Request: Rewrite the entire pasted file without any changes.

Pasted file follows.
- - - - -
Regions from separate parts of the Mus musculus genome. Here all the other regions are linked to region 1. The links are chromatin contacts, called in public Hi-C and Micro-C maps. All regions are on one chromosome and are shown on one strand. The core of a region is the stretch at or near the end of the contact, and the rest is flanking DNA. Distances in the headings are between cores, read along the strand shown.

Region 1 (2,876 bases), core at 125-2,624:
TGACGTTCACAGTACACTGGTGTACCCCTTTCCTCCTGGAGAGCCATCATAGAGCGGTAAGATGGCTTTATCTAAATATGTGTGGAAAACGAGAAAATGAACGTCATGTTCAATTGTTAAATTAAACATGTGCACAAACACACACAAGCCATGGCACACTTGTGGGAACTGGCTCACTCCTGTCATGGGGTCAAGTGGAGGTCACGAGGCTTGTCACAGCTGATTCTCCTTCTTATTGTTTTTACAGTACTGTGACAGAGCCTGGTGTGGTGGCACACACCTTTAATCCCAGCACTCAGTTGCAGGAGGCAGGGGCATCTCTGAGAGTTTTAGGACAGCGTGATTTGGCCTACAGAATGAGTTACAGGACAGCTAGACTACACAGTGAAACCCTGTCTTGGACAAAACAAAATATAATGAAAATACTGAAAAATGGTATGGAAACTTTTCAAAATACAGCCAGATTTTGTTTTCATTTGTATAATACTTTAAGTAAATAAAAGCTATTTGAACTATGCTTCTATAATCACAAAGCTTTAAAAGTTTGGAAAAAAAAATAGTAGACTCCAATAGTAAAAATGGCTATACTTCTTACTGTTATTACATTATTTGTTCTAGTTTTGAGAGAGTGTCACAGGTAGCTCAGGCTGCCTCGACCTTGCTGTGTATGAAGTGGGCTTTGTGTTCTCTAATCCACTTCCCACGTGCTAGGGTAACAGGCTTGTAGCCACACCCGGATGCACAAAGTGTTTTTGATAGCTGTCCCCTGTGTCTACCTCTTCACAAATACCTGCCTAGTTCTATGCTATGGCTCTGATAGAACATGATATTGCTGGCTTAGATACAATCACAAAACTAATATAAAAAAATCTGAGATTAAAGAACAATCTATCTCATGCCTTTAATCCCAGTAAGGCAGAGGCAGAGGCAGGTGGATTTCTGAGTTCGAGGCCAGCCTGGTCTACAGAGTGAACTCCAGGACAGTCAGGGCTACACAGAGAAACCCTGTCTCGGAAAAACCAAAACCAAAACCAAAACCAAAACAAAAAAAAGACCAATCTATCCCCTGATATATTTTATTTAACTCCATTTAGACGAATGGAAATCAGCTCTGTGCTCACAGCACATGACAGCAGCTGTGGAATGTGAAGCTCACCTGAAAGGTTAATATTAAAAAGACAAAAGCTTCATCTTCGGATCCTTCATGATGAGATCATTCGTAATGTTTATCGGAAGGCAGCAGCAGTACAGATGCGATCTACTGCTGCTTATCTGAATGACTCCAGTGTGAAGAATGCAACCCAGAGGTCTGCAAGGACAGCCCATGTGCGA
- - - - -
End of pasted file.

Regions from separate parts of the Mus musculus genome. Here all the other regions are linked to region 1. The links are chromatin contacts, called in public Hi-C and Micro-C maps. All regions are on one chromosome and are shown on one strand. The core of a region is the stretch at or near the end of the contact, and the rest is flanking DNA. Distances in the headings are between cores, read along the strand shown.

Region 1 (2,876 bases), core at 125-2,624:
TGACGTTCACAGTACACTGGTGTACCCCTTTCCTCCTGGAGAGCCATCATAGAGCGGTAAGATGGCTTTATCTAAATATGTGTGGAAAACGAGAAAATGAACGTCATGTTCAATTGTTAAATTAAACATGTGCACAAACACACACAAGCCATGGCACACTTGTGGGAACTGGCTCACTCCTGTCATGGGGTCAAGTGGAGGTCACGAGGCTTGTCACAGCTGATTCTCCTTCTTATTGTTTTTACAGTACTGTGACAGAGCCTGGTGTGGTGGCACACACCTTTAATCCCAGCACTCAGTTGCAGGAGGCAGGGGCATCTCTGAGAGTTTTAGGACAGCGTGATTTGGCCTACAGAATGAGTTACAGGACAGCTAGACTACACAGTGAAACCCTGTCTTGGACAAAACAAAATATAATGAAAATACTGAAAAATGGTATGGAAACTTTTCAAAATACAGCCAGATTTTGTTTTCATTTGTATAATACTTTAAGTAAATAAAAGCTATTTGAACTATGCTTCTATAATCACAAAGCTTTAAAAGTTTGGAAAAAAAAATAGTAGACTCCAATAGTAAAAATGGCTATACTTCTTACTGTTATTACATTATTTGTTCTAGTTTTGAGAGAGTGTCACAGGTAGCTCAGGCTGCCTCGACCTTGCTGTGTATGAAGTGGGCTTTGTGTTCTCTAATCCACTTCCCACGTGCTAGGGTAACAGGCTTGTAGCCACACCCGGATGCACAAAGTGTTTTTGATAGCTGTCCCCTGTGTCTACCTCTTCACAAATACCTGCCTAGTTCTATGCTATGGCTCTGATAGAACATGATATTGCTGGCTTAGATACAATCACAAAACTAATATAAAAAAATCTGAGATTAAAGAACAATCTATCTCATGCCTTTAATCCCAGTAAGGCAGAGGCAGAGGCAGGTGGATTTCTGAGTTCGAGGCCAGCCTGGTCTACAGAGTGAACTCCAGGACAGTCAGGGCTACACAGAGAAACCCTGTCTCGGAAAAACCAAAACCAAAACCAAAACCAAAACAAAAAAAAGACCAATCTATCCCCTGATATATTTTATTTAACTCCATTTAGACGAATGGAAATCAGCTCTGTGCTCACAGCACATGACAGCAGCTGTGGAATGTGAAGCTCACCTGAAAGGTTAATATTAAAAAGACAAAAGCTTCATCTTCGGATCCTTCATGATGAGATCATTCGTAATGTTTATCGGAAGGCAGCAGCAGTACAGATGCGATCTACTGCTGCTTATCTGAATGACTCCAGTGTGAAGAATGCAACCCAGAGGTCTGCAAGGACAGCCCATGTGCGA